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Aim: Mapping the distribution and diversity of plant functional traits is critical for projecting future changes to vegetation under global change. Maps of plant functional traits, however, are scarce due very sparse global trait data matrices. A potential solution to this data limitation is to utilize the known levels of phylogenetic signal in trait data to predict missing values. Here we aim to test existing phylogenetic comparative methods for imputing missing trait data for the purpose of producing continental-scale maps of plant functional traits.

Location: North America and Europe.

Methods: Phylogenetic imputation models and trait data from one continent were used to predict the trait values for tree species on the other continent and to produce trait maps. Predicted maps of trait means, variances and functional diversity were compared with known maps to quantify the degree to which predicted trait values could estimate spatial patterns of trait distributions and diversity.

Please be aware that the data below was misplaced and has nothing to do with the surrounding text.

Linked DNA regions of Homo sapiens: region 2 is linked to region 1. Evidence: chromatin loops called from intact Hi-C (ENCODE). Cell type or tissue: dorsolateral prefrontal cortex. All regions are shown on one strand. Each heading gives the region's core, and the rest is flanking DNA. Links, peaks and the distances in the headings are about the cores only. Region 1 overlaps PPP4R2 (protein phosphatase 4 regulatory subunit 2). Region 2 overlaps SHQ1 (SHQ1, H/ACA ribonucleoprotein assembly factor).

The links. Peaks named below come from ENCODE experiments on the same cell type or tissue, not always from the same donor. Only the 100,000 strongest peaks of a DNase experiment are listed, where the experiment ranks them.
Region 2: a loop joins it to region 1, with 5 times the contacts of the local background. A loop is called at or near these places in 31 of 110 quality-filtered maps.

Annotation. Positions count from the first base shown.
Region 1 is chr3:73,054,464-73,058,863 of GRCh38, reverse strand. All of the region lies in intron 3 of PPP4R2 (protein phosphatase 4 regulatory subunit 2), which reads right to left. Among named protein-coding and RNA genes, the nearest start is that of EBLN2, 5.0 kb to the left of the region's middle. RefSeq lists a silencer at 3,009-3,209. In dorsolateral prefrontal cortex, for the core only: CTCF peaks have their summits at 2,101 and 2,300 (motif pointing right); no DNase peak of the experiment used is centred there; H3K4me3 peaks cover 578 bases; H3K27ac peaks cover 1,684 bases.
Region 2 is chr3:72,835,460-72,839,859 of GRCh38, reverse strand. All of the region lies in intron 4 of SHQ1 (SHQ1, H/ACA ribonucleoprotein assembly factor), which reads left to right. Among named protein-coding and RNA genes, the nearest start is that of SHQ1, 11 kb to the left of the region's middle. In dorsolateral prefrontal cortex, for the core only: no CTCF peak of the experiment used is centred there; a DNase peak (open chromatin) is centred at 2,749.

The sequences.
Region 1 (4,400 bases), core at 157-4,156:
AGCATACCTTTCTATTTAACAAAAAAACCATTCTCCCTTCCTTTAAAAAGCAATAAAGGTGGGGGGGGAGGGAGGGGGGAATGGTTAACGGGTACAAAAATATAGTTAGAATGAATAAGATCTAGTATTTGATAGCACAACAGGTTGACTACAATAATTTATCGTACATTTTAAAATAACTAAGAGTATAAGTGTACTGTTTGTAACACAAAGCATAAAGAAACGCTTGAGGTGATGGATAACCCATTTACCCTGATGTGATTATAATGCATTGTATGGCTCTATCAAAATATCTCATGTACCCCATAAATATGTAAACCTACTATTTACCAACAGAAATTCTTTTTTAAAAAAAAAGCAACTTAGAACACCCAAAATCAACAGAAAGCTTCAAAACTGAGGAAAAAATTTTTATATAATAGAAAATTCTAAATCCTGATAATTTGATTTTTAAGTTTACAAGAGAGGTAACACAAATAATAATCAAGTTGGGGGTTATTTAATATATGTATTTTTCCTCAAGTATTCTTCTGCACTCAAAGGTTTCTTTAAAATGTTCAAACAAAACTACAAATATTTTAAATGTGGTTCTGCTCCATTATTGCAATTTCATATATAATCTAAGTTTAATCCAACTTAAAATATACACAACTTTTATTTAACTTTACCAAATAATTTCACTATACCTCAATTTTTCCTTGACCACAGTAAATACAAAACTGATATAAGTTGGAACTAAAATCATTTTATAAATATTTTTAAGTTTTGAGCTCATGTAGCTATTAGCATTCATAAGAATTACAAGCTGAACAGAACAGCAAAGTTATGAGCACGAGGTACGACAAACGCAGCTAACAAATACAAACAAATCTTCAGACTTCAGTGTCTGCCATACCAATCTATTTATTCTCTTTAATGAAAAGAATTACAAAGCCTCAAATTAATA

Results: We show that the phylogenetic signal in plant functional trait data can be used to provide robust predictions of the geographical distribution of tree functional diversity. However, predictions for traits with little phylogenetic signal, such as maximum height, are error prone. Lastly, trait imputation methods based on phylogenetic generalized least squares tended to outperform those based on phylogenetic eigenvectors.

Main conclusions: It is possible to predict patterns of functional diversity across continental settings with novel species assemblages for most of the traits studied for which we have no direct trait information, thereby offering an effective method for overcoming a key data limitation in global change biology, macroecology and ecosystem modelling.